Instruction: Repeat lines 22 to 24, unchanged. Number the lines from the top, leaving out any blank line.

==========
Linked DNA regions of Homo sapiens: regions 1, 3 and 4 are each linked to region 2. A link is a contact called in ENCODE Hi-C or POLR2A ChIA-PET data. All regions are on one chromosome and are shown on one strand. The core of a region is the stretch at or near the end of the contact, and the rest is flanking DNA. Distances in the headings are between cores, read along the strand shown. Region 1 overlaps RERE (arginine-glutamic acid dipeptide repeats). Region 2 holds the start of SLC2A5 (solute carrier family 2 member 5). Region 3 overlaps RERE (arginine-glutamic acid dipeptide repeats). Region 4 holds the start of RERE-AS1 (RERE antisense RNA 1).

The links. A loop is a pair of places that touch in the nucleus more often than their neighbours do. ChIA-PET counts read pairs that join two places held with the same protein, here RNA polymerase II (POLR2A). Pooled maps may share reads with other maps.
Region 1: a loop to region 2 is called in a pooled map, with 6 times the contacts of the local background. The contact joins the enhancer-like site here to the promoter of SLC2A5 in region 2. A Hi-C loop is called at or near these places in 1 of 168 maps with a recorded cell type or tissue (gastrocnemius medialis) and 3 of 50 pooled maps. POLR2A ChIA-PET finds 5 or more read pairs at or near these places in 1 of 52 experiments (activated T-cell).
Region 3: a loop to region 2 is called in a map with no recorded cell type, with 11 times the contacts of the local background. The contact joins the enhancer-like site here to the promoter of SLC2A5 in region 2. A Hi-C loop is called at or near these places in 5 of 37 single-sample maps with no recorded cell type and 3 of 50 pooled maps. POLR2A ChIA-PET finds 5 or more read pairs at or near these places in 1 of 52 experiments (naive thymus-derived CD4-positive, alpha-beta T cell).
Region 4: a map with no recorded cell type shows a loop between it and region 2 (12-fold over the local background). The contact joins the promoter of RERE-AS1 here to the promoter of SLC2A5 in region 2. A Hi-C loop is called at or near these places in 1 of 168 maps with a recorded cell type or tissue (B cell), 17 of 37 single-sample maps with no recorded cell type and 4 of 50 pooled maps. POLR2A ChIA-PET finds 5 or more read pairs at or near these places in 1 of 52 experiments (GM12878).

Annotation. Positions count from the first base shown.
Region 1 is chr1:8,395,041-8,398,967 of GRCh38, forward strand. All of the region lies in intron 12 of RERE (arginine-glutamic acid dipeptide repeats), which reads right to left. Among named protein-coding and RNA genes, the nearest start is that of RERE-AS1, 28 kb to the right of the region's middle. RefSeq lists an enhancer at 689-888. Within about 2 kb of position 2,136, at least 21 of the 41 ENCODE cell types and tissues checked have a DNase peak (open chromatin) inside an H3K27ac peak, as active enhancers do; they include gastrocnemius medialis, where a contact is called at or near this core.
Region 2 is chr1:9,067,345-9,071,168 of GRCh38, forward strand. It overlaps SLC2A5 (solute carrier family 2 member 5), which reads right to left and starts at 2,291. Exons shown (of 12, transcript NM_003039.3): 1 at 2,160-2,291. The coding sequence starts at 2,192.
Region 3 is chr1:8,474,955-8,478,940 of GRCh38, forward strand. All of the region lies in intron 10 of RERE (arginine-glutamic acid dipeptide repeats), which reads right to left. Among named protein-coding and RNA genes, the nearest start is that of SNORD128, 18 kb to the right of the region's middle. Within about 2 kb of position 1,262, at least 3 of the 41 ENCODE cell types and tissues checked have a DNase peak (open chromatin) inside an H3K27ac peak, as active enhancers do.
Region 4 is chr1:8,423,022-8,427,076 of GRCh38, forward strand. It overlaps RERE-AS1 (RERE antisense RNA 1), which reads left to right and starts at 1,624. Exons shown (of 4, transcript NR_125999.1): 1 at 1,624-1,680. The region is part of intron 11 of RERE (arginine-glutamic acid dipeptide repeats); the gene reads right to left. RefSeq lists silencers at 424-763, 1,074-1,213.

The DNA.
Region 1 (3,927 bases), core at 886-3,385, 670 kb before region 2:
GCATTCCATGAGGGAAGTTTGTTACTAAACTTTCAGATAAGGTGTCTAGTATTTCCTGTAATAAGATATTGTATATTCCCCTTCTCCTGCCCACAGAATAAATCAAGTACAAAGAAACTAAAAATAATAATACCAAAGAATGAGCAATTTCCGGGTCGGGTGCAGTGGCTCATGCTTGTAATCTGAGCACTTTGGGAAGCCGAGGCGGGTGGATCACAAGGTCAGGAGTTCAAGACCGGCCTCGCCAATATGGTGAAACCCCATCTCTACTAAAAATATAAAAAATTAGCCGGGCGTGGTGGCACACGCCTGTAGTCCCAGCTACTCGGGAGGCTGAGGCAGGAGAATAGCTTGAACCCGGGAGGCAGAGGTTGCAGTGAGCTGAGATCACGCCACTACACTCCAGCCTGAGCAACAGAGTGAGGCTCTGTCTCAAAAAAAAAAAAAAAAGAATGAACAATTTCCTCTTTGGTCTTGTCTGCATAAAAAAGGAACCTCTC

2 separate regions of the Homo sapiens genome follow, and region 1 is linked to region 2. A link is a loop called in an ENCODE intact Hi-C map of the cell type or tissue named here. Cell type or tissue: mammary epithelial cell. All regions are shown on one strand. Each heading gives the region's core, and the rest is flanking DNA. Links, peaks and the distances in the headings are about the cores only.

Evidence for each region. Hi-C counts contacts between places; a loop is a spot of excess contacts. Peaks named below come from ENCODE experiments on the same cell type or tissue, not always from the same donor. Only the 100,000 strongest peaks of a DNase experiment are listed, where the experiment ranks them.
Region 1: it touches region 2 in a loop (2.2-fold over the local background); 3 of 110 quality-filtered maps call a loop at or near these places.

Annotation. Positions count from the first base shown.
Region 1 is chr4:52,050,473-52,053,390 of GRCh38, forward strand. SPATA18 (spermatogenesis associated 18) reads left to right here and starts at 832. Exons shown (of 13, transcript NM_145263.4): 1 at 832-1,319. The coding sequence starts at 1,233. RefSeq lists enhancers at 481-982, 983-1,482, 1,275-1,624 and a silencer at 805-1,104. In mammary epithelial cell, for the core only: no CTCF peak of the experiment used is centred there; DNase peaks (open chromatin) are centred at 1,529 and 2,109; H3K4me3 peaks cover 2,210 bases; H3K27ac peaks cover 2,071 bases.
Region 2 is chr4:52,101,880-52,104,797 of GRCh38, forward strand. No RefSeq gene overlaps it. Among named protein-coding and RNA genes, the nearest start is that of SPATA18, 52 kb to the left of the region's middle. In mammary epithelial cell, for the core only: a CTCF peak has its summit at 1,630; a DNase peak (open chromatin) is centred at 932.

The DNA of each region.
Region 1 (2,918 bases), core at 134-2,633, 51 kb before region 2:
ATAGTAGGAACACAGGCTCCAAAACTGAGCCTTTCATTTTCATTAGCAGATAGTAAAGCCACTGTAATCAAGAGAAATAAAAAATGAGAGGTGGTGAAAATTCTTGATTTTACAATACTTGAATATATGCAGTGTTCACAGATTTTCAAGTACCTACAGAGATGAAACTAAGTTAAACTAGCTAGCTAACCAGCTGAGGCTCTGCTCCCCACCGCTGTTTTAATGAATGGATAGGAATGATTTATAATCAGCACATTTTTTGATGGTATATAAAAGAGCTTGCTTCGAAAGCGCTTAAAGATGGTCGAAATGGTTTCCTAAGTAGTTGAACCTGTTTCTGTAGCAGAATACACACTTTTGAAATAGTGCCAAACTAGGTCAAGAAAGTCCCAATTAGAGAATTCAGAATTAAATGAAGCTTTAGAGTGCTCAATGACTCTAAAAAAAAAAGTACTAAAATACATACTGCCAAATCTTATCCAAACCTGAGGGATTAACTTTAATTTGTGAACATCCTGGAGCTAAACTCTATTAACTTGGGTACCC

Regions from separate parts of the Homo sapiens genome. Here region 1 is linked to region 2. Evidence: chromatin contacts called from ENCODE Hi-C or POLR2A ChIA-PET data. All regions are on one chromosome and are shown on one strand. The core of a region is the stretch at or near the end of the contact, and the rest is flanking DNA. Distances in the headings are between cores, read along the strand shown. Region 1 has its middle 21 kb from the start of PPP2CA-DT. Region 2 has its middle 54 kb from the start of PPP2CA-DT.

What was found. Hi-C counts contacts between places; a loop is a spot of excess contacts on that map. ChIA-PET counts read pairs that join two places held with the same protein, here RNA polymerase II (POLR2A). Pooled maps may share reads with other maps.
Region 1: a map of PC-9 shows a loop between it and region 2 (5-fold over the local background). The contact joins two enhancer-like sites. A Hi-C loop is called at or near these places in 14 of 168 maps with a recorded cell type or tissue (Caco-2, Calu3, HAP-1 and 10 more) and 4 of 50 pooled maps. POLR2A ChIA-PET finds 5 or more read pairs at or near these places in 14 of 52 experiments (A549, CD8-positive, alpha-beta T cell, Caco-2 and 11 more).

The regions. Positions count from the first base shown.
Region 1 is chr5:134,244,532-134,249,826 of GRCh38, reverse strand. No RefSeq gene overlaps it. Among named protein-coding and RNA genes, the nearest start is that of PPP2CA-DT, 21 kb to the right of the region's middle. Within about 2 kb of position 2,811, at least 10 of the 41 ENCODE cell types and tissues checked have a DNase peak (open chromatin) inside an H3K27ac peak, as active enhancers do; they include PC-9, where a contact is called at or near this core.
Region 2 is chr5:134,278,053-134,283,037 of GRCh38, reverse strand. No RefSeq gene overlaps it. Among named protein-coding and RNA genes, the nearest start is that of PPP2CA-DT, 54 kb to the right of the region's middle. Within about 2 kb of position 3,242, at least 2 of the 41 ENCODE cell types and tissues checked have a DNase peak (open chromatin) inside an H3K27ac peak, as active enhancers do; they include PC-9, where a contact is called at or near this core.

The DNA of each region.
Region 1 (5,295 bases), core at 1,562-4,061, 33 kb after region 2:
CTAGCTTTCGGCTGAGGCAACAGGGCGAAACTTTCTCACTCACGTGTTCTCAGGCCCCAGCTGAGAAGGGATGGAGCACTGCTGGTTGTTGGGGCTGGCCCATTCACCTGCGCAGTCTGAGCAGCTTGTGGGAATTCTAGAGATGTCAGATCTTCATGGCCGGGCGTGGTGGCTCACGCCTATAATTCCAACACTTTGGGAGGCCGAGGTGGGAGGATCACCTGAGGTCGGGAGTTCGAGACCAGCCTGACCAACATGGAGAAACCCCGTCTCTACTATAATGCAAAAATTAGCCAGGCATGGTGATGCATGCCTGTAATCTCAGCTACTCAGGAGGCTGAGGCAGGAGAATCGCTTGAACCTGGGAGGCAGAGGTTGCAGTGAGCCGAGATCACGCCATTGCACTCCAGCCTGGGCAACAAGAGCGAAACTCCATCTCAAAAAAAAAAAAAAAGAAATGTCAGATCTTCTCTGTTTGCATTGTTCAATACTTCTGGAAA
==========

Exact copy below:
ATAGTAGGAACACAGGCTCCAAAACTGAGCCTTTCATTTTCATTAGCAGATAGTAAAGCCACTGTAATCAAGAGAAATAAAAAATGAGAGGTGGTGAAAATTCTTGATTTTACAATACTTGAATATATGCAGTGTTCACAGATTTTCAAGTACCTACAGAGATGAAACTAAGTTAAACTAGCTAGCTAACCAGCTGAGGCTCTGCTCCCCACCGCTGTTTTAATGAATGGATAGGAATGATTTATAATCAGCACATTTTTTGATGGTATATAAAAGAGCTTGCTTCGAAAGCGCTTAAAGATGGTCGAAATGGTTTCCTAAGTAGTTGAACCTGTTTCTGTAGCAGAATACACACTTTTGAAATAGTGCCAAACTAGGTCAAGAAAGTCCCAATTAGAGAATTCAGAATTAAATGAAGCTTTAGAGTGCTCAATGACTCTAAAAAAAAAAGTACTAAAATACATACTGCCAAATCTTATCCAAACCTGAGGGATTAACTTTAATTTGTGAACATCCTGGAGCTAAACTCTATTAACTTGGGTACCC

Regions from separate parts of the Homo sapiens genome. Here region 1 is linked to region 2. Evidence: chromatin contacts called from ENCODE Hi-C or POLR2A ChIA-PET data. All regions are on one chromosome and are shown on one strand. The core of a region is the stretch at or near the end of the contact, and the rest is flanking DNA. Distances in the headings are between cores, read along the strand shown. Region 1 has its middle 21 kb from the start of PPP2CA-DT. Region 2 has its middle 54 kb from the start of PPP2CA-DT.

What was found. Hi-C counts contacts between places; a loop is a spot of excess contacts on that map. ChIA-PET counts read pairs that join two places held with the same protein, here RNA polymerase II (POLR2A). Pooled maps may share reads with other maps.